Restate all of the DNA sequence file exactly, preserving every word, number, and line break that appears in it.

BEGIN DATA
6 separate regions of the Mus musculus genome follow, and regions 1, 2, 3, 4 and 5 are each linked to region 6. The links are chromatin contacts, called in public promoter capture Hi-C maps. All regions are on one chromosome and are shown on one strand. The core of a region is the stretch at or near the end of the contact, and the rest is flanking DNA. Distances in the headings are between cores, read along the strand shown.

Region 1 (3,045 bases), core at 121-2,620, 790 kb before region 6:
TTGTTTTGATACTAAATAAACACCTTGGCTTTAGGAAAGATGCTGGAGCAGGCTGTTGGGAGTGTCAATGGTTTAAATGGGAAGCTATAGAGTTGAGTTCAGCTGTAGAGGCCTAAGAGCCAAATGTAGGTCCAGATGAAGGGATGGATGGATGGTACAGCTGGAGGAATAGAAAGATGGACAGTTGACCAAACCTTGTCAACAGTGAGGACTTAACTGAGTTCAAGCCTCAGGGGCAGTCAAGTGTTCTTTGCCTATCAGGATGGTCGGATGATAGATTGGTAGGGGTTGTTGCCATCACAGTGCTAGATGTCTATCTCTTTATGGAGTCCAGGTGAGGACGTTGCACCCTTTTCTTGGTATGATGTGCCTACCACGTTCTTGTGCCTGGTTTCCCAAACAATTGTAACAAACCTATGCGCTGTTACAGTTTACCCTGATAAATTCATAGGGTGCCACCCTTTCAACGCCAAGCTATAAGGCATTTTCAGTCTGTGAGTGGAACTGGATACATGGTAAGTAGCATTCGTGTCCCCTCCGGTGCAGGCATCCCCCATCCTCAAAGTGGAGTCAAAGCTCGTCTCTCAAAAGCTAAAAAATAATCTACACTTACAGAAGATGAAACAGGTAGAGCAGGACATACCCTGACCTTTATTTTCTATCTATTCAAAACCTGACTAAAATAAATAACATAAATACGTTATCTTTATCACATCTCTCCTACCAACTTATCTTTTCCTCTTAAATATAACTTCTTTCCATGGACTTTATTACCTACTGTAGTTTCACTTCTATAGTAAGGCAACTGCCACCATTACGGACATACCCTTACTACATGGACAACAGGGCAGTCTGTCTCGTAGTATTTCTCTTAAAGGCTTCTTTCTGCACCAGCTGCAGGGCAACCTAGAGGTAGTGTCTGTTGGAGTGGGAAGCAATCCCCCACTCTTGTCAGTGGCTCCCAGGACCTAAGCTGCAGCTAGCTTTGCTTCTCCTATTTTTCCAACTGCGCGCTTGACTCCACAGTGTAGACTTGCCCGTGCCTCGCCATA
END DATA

6 separate regions of the Mus musculus genome follow, and regions 1, 2, 3, 4 and 5 are each linked to region 6. The links are chromatin contacts, called in public promoter capture Hi-C maps. All regions are on one chromosome and are shown on one strand. The core of a region is the stretch at or near the end of the contact, and the rest is flanking DNA. Distances in the headings are between cores, read along the strand shown.

Region 1 (3,045 bases), core at 121-2,620, 790 kb before region 6:
TTGTTTTGATACTAAATAAACACCTTGGCTTTAGGAAAGATGCTGGAGCAGGCTGTTGGGAGTGTCAATGGTTTAAATGGGAAGCTATAGAGTTGAGTTCAGCTGTAGAGGCCTAAGAGCCAAATGTAGGTCCAGATGAAGGGATGGATGGATGGTACAGCTGGAGGAATAGAAAGATGGACAGTTGACCAAACCTTGTCAACAGTGAGGACTTAACTGAGTTCAAGCCTCAGGGGCAGTCAAGTGTTCTTTGCCTATCAGGATGGTCGGATGATAGATTGGTAGGGGTTGTTGCCATCACAGTGCTAGATGTCTATCTCTTTATGGAGTCCAGGTGAGGACGTTGCACCCTTTTCTTGGTATGATGTGCCTACCACGTTCTTGTGCCTGGTTTCCCAAACAATTGTAACAAACCTATGCGCTGTTACAGTTTACCCTGATAAATTCATAGGGTGCCACCCTTTCAACGCCAAGCTATAAGGCATTTTCAGTCTGTGAGTGGAACTGGATACATGGTAAGTAGCATTCGTGTCCCCTCCGGTGCAGGCATCCCCCATCCTCAAAGTGGAGTCAAAGCTCGTCTCTCAAAAGCTAAAAAATAATCTACACTTACAGAAGATGAAACAGGTAGAGCAGGACATACCCTGACCTTTATTTTCTATCTATTCAAAACCTGACTAAAATAAATAACATAAATACGTTATCTTTATCACATCTCTCCTACCAACTTATCTTTTCCTCTTAAATATAACTTCTTTCCATGGACTTTATTACCTACTGTAGTTTCACTTCTATAGTAAGGCAACTGCCACCATTACGGACATACCCTTACTACATGGACAACAGGGCAGTCTGTCTCGTAGTATTTCTCTTAAAGGCTTCTTTCTGCACCAGCTGCAGGGCAACCTAGAGGTAGTGTCTGTTGGAGTGGGAAGCAATCCCCCACTCTTGTCAGTGGCTCCCAGGACCTAAGCTGCAGCTAGCTTTGCTTCTCCTATTTTTCCAACTGCGCGCTTGACTCCACAGTGTAGACTTGCCCGTGCCTCGCCATA